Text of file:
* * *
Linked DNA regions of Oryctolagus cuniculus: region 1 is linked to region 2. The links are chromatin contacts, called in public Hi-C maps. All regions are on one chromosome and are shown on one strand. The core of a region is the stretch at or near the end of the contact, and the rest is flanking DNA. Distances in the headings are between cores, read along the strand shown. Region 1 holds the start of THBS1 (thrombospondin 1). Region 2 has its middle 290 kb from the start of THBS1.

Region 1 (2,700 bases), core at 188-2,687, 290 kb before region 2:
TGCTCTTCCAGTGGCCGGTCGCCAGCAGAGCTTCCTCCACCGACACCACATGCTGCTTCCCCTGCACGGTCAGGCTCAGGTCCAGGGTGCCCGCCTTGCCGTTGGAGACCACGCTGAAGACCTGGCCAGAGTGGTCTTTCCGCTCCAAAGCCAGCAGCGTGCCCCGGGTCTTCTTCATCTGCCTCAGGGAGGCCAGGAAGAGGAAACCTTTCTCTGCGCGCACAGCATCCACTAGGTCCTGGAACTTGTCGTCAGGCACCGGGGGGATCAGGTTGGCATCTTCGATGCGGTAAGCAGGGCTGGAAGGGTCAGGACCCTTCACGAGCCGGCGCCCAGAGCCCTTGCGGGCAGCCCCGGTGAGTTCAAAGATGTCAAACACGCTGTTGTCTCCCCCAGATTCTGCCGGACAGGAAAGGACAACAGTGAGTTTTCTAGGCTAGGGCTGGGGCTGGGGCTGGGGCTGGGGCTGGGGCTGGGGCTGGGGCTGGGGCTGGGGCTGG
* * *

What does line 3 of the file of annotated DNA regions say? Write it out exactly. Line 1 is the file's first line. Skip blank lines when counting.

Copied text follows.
TGCTCTTCCAGTGGCCGGTCGCCAGCAGAGCTTCCTCCACCGACACCACATGCTGCTTCCCCTGCACGGTCAGGCTCAGGTCCAGGGTGCCCGCCTTGCCGTTGGAGACCACGCTGAAGACCTGGCCAGAGTGGTCTTTCCGCTCCAAAGCCAGCAGCGTGCCCCGGGTCTTCTTCATCTGCCTCAGGGAGGCCAGGAAGAGGAAACCTTTCTCTGCGCGCACAGCATCCACTAGGTCCTGGAACTTGTCGTCAGGCACCGGGGGGATCAGGTTGGCATCTTCGATGCGGTAAGCAGGGCTGGAAGGGTCAGGACCCTTCACGAGCCGGCGCCCAGAGCCCTTGCGGGCAGCCCCGGTGAGTTCAAAGATGTCAAACACGCTGTTGTCTCCCCCAGATTCTGCCGGACAGGAAAGGACAACAGTGAGTTTTCTAGGCTAGGGCTGGGGCTGGGGCTGGGGCTGGGGCTGGGGCTGGGGCTGGGGCTGGGGCTGGGGCTGG